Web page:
Feature Illustration (above): A Hall Group concept of a reimagined Hall Park as it would appear with a large park, a performing arts center (the gold structure in the park) and luxury residential. Courtesy: Hall Group.
by Adolfo Pesquera
Frisco (Collin County) — Hall Group managed to persuade City Council this week of the need to amend the Hall Park land use plan to allow residential, despite strong opposition from the adjacent neighborhood associations.
Craig Hall, founder of Hall Group, addresses Frisco City Council. Courtesy: Frisco video archives.
The City of Frisco has gone through a very contentious few weeks over this issue, but as Craig Hall, chairman/founder of the office park, made clear, he had no choice but to reinvent one of the city’s earliest major commercial developments.
Hall bought the property 30 years ago and started constructing office buildings in 1997 on the 162-acre site. Today, there are 20 buildings–17 being office towers, two retail strip centers and a daycare. Hall’s concept for the office park worked well until demographics and the lifestyle preferences of a new generation upset his concept of a master planned business park.
Somewhere along the way, Millennials started calling the shots. They hate driving and prefer to live and play near their jobs. That means getting around on foot, bicycle, scooter or an efficient public transit system.
“We tried to get Boeing, and they told me specifically they went to (Plano’s) Legacy because we didn’t have the live/work/play being talked about,” Hall told council members prior to the Tuesday session vote.
The week prior, he told the Planning & Zoning Commission, “Our sole reason for wanting to update is we believe if we don’t add a mixed-use, we’re going to be a declining asset.”
Hall Group’s intentions for Hall Park is that office space will continue to be its predominant characteristic. But in order to remain competitively relevant, Hall plans to reshuffled the mix so that 20 to 25 percent of commercial development becomes residential. This will include a combination of luxury apartments, for-sale condo units and a hotel or two.
There are no intentions, however, of adding density. This means a few office buildings will eventually be demolished or converted. Hall has offered to limit density to 9.5 million square feet, not including garage space.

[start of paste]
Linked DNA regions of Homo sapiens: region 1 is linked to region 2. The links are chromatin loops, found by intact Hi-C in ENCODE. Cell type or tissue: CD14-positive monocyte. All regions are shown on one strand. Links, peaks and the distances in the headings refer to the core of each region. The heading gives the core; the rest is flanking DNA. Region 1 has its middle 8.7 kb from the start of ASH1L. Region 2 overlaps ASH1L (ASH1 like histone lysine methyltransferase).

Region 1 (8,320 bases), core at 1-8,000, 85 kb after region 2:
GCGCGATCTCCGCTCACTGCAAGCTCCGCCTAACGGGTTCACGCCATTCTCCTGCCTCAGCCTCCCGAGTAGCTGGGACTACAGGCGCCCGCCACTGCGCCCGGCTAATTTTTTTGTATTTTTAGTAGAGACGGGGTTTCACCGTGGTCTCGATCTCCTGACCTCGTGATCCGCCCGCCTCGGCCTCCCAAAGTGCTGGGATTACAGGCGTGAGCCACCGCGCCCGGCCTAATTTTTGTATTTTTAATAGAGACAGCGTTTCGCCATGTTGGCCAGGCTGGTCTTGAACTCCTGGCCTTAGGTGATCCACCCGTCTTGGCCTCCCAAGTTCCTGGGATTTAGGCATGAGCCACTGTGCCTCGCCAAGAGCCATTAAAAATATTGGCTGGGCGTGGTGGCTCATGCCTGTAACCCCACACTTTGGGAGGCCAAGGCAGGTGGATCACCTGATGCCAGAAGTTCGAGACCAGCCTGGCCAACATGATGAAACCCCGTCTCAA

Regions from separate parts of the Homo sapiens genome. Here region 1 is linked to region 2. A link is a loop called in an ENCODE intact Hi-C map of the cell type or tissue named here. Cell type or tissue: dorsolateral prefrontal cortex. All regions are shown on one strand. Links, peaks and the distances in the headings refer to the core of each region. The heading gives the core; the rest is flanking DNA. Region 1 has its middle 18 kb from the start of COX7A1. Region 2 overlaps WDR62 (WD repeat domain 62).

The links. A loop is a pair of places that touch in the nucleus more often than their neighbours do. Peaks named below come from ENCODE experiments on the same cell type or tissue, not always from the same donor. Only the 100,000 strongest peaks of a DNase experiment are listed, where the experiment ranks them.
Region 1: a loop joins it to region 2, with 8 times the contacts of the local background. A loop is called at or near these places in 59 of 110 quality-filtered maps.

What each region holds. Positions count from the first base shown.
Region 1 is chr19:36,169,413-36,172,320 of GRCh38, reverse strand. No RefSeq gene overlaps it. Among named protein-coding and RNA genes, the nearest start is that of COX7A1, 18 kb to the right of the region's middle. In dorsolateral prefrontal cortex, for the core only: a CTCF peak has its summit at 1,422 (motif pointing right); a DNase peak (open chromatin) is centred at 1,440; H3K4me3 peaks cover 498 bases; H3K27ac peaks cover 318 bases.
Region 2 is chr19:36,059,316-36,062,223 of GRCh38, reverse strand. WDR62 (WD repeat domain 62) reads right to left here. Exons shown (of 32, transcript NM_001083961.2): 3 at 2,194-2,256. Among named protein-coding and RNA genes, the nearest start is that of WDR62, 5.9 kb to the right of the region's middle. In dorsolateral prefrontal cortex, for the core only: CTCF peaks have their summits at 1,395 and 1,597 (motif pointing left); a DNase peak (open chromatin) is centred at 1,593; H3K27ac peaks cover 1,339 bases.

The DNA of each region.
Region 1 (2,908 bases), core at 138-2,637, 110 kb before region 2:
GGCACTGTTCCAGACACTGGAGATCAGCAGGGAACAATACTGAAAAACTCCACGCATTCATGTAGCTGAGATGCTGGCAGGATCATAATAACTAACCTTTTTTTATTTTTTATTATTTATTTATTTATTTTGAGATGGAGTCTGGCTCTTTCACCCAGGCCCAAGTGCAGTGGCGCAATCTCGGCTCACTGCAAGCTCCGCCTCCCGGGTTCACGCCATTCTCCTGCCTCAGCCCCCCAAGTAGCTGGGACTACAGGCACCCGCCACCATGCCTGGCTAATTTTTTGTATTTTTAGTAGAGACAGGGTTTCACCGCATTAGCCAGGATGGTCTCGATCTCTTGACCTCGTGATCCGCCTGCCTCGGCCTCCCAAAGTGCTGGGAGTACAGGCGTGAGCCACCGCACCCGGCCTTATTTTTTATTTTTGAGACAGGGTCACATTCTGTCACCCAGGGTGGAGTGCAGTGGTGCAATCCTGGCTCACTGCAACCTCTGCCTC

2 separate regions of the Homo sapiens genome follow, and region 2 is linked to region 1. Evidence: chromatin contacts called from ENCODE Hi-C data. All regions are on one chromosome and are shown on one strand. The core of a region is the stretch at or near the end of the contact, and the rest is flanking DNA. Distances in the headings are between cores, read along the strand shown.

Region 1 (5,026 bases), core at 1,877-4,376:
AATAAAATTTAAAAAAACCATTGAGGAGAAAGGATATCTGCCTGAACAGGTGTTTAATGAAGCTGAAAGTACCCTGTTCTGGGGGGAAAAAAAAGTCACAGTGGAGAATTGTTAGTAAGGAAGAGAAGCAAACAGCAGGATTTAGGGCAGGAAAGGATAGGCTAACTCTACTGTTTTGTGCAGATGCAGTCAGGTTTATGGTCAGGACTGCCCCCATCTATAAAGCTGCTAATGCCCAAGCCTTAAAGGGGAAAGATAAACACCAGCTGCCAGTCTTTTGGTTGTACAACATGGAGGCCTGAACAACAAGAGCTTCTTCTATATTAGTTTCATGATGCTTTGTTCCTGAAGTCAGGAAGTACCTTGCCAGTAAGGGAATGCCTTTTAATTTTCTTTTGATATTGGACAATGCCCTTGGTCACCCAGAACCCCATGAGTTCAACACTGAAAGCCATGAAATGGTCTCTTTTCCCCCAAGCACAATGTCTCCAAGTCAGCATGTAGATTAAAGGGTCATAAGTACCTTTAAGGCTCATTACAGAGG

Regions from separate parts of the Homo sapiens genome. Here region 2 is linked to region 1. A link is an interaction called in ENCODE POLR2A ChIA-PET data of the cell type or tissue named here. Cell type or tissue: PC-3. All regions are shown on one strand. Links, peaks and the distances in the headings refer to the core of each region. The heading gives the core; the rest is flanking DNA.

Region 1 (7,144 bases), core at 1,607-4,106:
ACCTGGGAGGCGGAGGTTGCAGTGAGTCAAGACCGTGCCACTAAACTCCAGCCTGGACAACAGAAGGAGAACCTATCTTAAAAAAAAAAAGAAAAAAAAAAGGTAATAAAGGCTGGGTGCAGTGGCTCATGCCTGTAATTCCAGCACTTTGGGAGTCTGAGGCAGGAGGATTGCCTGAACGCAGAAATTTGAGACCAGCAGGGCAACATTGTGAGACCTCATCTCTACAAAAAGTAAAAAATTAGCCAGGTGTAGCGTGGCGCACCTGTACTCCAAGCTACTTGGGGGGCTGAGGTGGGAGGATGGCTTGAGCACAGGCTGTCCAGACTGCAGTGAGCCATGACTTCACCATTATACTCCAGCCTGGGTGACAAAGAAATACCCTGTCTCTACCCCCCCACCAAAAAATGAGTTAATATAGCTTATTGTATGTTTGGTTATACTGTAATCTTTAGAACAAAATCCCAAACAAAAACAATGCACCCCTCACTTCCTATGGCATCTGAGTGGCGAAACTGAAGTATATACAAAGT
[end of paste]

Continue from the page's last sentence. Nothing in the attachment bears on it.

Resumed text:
The master plan map (north points right) as presented to SLAN was not part of the official application package. Courtesy: City of Frisco.
According to the Development Services staff report, the amendment could allow up to 2,021 residential units in the form of urban living, mid-rise, high-rise and retirement housing.
In terms of phasing, Hall Group would be required to maintain 2,234,000 square feet of office space before the issuance of permits for any structure with a residential component. The phasing threshold, however, is no impediment to a quick start since Hall Park already has more than 2.6 million square feet of office space.
The maintenance requirement on the amount of office inventory was inserted to ensure Hall Group will not over-cannibalize the office component.
The members of SLAN (Stonebriar Legacy Association of Neighborhoods) met with Hall’s team several times over 2018, but generally remained opposed over concerns with traffic, lighting, building heights and noise.
Charles Bundren, a prominent attorney and president of SLAN and the Stonebriar Creek Estates neighborhood association, was especially alarmed over the lack of a master plan. Although Hall showed a master plan to SLAN members during an October town hall, Bundren had a fit when he realized it was never submitted as an exhibit to the official amendment application.
In addition to stipulations about reducing heights next to single family residences, while increasing heights next to the tollway, the master plan memorialized verbal assurances that Hall would set aside land for a performing arts center and open spaces.
“There is no zoning exhibit, nothing that is going to tie down this applicant to what you saw,” Bundren said. “If you pass this today, … (Hall) will not be held to anything.”
Staff expressed no worries over the lack of a master plan, and as did the planning commissioners before them City Council relied heavily on Craig Hall’s good reputation and verbal assurances. The land use requirement on open space for instance is a minimum of 10 percent. It should be noted that Hall is a well known patron of the arts in Dallas, and Hall Park is already endowed with thoughtfully planned landscaping that includes many public art sculptures.
Public art sculptures are placed on green spaces all around Hall Park. Images: Google Streets.
“We intend to exceed the 13.5 percent (of open space) that we’re at now,” Hall told the council. “We intend to have a really large park similar to Klyde Warren. We’ve hired the same people that did Klyde Warren Park. We’ve spent over $1 million in planning on it, so this isn’t a pipe dream.”
Hall Park Revised
- Height limits for buildings along the Dallas Parkway (east side) and Gaylord Parkway will go from 240-300 feet to 350-400 feet.
- Height limits in the northeast corner will drop from 240 to 120 feet.
- Height limits in the southwest corner will drop from 240 to 210 feet.
- Height limits along Internet Boulevard in the green strip will be capped at 72 feet.
- The dark blue and red zones within the office park are designated buffer zones (no new towers will be built).
- In the east sector, near the Dallas Parkway, residential is allowed only above the 15th floor in a mixed-use building, and said structures must be a minimum of 25 stories.
Hall Group proposes a max height of 72 feet for residential-retail mixed buildings along Internet Boulevard. Courtesy: Hall Group.
Urban Structure prepared the conceptual site plan on height limits.